Saturday, February 27, 2016

A Sea of Glass and Fire

A Sea of Glass and Fire

"The Angels do not reside on a planet like this earth; but they reside in the presence of God, on a globe like a sea of glass and fire, where all things for their glory are manifest, past, present, and future, and are continually before the Lord." -D&C 130:6-7

I first read this verse in high school, and I was dumbfounded by it. Not in a bad way, though: it hit me with all the weight meaning can have, as if meaning itself had momentarily disrobed itself in front of me. In that verse, the "the glory of all things" is laid bare. Reading it, you see the light and life buried beneath all things hesitantly emerge from their hiding place before they, startled, dart back into hiding once again. Truth, after all, is shy. She shows herself cautiously, if at all.

Nevertheless, I want to use this post give you all an "exposé" of the truth this verse conceals beneath its letters. If truth herself is an awkward, reclusive introvert, I want to show you all how fantastic she can be. Don't be shy; I think you'll be great friends.

The Sea of Glass

A sea of glass: what an image! The sea--what separated humankind from one another for thousands of years--is now no longer a barrier but instead a means of connection. All things become present through it. In a way, it's like the Internet: largely invisible (or transparent) in itself but able to show us all things. The sea of glass, as the next verse makes clear, is also "a great Urim and Thummim." Buried beneath soil for millennia, it will one day become unearthed and show us the meaning of what we have forgotten.

If earthy ground is the muladhara or root chakra--the roots of our bodily existence--the earth of the glassy sea is the visuddha or throat chakra. When our earth becomes transfigured into its millennial condition, matter won't mean the same thing; what "matters" will change. The ground beneath our feet will no longer be soil, stone, or sediment but instead the words that issue forth from our throat. Things will no longer be "just things." Their surfaces will become transparent to the meanings shining out from within them. We will realize that "the Word" is not a leather-bound set of pages or an abstract metaphysical concept but a very real earth in itself. The dirt-encrusted edges of things will be wiped clean; the Word, what eighteenth-century mystic Emanuel Swedenborg described as "a mirror in which [we] see God, although each in a different way" will replace soil as the ground, what "grounds" us.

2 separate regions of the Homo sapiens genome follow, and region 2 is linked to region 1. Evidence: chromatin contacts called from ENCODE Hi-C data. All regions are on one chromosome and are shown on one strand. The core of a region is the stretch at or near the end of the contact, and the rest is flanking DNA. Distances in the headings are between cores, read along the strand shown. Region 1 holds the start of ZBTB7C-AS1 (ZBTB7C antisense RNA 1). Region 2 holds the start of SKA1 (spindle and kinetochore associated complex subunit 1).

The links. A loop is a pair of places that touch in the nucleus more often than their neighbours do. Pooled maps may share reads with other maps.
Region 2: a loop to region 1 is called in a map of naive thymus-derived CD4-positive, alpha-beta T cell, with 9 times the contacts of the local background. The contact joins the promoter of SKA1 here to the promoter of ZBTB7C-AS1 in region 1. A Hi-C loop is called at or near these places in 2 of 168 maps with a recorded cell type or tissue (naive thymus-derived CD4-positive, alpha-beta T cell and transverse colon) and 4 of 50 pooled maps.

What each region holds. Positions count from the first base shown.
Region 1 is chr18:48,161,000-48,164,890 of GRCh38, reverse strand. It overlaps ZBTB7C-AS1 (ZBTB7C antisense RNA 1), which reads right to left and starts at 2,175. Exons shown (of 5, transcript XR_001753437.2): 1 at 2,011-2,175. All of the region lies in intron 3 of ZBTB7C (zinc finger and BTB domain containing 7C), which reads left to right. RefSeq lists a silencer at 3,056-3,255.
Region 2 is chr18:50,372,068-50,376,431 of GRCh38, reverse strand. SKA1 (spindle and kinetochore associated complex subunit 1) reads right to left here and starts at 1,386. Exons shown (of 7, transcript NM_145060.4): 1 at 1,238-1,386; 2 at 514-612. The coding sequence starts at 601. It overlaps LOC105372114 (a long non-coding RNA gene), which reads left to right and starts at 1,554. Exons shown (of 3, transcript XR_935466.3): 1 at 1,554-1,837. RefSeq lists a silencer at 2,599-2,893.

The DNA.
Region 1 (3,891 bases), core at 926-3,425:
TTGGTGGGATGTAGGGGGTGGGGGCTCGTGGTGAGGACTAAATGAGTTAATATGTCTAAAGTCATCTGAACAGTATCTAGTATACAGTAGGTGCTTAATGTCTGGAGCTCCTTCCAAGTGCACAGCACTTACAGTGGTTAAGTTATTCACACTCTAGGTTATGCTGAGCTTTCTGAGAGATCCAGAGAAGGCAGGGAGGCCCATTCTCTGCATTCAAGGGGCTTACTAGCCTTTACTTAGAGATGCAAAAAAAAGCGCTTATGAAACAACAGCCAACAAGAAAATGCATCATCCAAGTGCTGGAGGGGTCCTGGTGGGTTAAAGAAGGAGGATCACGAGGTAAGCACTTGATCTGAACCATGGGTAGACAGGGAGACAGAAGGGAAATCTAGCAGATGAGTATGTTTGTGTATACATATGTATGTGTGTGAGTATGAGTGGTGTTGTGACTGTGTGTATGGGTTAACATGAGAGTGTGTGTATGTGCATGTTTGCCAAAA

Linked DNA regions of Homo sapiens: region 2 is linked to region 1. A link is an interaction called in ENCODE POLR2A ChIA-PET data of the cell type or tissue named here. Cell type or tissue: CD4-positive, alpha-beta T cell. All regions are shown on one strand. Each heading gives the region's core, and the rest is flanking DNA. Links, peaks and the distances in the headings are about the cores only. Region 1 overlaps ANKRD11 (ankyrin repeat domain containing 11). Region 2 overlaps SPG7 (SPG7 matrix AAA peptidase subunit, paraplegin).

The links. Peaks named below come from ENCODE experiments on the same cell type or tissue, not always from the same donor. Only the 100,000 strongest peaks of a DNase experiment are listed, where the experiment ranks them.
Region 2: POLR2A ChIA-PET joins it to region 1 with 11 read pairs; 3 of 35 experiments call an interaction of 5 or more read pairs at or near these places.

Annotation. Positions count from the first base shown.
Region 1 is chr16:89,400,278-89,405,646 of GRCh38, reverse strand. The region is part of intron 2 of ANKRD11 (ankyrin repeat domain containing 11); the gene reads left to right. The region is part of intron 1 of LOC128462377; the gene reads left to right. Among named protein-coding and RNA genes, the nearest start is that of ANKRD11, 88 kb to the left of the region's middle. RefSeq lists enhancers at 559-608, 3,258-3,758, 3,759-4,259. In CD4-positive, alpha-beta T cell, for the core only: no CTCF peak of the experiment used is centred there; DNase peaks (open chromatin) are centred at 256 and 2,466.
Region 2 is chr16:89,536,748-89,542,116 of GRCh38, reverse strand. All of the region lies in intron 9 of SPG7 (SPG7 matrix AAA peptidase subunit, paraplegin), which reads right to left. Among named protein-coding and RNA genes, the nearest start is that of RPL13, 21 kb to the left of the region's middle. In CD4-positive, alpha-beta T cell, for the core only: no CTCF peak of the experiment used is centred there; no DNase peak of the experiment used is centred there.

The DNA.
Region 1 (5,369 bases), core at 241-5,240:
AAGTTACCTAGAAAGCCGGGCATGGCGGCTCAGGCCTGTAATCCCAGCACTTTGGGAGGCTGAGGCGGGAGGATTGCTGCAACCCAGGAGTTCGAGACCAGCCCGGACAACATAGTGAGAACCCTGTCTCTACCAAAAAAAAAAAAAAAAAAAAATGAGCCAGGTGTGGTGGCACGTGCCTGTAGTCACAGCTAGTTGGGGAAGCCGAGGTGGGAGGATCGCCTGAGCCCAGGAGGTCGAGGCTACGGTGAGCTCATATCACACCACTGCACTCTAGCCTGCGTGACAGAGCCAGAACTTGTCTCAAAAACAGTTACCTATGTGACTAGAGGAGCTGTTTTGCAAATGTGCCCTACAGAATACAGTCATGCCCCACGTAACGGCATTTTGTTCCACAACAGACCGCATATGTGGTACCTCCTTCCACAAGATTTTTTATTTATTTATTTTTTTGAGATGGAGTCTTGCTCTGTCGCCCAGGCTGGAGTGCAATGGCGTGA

The Sea of Fire

And yet the glassy earth is still only the ground. Regardless of how clean or pure it is, it was "made for walkin'." What treads upon this earth made of glass? The answer, of course, is fire. The sea of glass is a way to contain the fire that would otherwise get out and consume everything. Glass comes from fire: it already knows the fire's tricks and how to take them. Our fiery passions, obsessions, lust, or anger would run rampant if the sea of glass didn't vessel them, and the way today's earth has become a worldwide fire-hazard of desire speaks to how desperately we need the glassy sea that keeps the flame in place.

For the sea of glass vessels the sea of fire. The former envelops, contains, and grounds the latter. Without a glass vessel to contain the desirous flame, it would flare out without limit in a desperate attempt to find itself. But of course, a fire can find itself only in a mirror, something that is not itself fire or desire. The glass sea lets the fiery sea see and know itself; it enables desire to step back from itself enough to know itself clearly.

The New World

But we don't often have this luxury nowadays. The fire is already here: it's what drives our love, our passion, or even our obsessions and lusts. But desire's fire--whether in the loins or the bosom--will run rampant unless it has a vessel. Desire must see and know itself; it must be vesseled; it must undergo reflection. My passion for spirituality will burn itself out in self-righteous fervor if I don't reflect on that desire in itself, and my lust for a woman will petrify me if I don't use a mirror to see it from a safe distance. The desire must begin to see not only what it desires but also itself; desire must see and know its own fire. Desire--whether as love and hope or greed and lust--can avoid frustration if I see not only what I desire but also the desire as desire. The object of my lust must become translucent to the fire within it. The earth scorched by lust must become glass.

To put it another way, the world will change--perhaps even achieve its millennial state--when it no longer serves as a veil to the fire that burns within it and all things. I must take all things not as ends but instead as means. Or in other words, I must take the fire within all things as the end and make their surfaces the transparent medium through which I access the fire. Everything literal becomes a metaphor. Everything will wear everything else as a face. Then the fire at the heart of reality--the hearth-goddess Hestia to whom the Greeks offered sacrifices before any other deity, the sulfur that the alchemists said burned within all things, and the divine sun that Swedenborg said appears continually before the angels' faces--will display itself freely before all of us. No longer shy, the once-reclusive daughter of Zion will arise from the dust and find herself expansive. Love, once buried, will shine freely. The world itself will become endless.

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